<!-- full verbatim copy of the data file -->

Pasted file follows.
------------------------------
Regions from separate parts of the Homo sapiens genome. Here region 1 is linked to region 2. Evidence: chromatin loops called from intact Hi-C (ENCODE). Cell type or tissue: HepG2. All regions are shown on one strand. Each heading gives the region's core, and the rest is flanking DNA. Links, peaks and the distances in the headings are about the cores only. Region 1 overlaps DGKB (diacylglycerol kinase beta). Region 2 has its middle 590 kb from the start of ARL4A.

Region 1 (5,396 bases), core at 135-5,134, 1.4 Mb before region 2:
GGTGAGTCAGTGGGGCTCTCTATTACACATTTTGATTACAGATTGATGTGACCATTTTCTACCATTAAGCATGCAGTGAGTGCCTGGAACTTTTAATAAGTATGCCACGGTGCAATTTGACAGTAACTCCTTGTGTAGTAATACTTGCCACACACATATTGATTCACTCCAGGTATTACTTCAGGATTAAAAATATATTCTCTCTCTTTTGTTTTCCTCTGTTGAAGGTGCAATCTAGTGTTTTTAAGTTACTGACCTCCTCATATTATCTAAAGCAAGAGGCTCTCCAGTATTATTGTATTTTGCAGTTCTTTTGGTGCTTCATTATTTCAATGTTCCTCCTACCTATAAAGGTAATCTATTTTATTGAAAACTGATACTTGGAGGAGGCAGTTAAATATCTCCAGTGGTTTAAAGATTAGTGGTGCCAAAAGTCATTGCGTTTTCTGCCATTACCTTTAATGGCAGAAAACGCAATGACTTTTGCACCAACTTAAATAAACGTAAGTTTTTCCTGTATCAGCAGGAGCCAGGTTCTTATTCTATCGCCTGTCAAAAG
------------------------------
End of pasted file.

Regions from separate parts of the Homo sapiens genome. Here region 1 is linked to region 2. Evidence: chromatin loops called from intact Hi-C (ENCODE). Cell type or tissue: HepG2. All regions are shown on one strand. Each heading gives the region's core, and the rest is flanking DNA. Links, peaks and the distances in the headings are about the cores only. Region 1 overlaps DGKB (diacylglycerol kinase beta). Region 2 has its middle 590 kb from the start of ARL4A.

Region 1 (5,396 bases), core at 135-5,134, 1.4 Mb before region 2:
GGTGAGTCAGTGGGGCTCTCTATTACACATTTTGATTACAGATTGATGTGACCATTTTCTACCATTAAGCATGCAGTGAGTGCCTGGAACTTTTAATAAGTATGCCACGGTGCAATTTGACAGTAACTCCTTGTGTAGTAATACTTGCCACACACATATTGATTCACTCCAGGTATTACTTCAGGATTAAAAATATATTCTCTCTCTTTTGTTTTCCTCTGTTGAAGGTGCAATCTAGTGTTTTTAAGTTACTGACCTCCTCATATTATCTAAAGCAAGAGGCTCTCCAGTATTATTGTATTTTGCAGTTCTTTTGGTGCTTCATTATTTCAATGTTCCTCCTACCTATAAAGGTAATCTATTTTATTGAAAACTGATACTTGGAGGAGGCAGTTAAATATCTCCAGTGGTTTAAAGATTAGTGGTGCCAAAAGTCATTGCGTTTTCTGCCATTACCTTTAATGGCAGAAAACGCAATGACTTTTGCACCAACTTAAATAAACGTAAGTTTTTCCTGTATCAGCAGGAGCCAGGTTCTTATTCTATCGCCTGTCAAAAG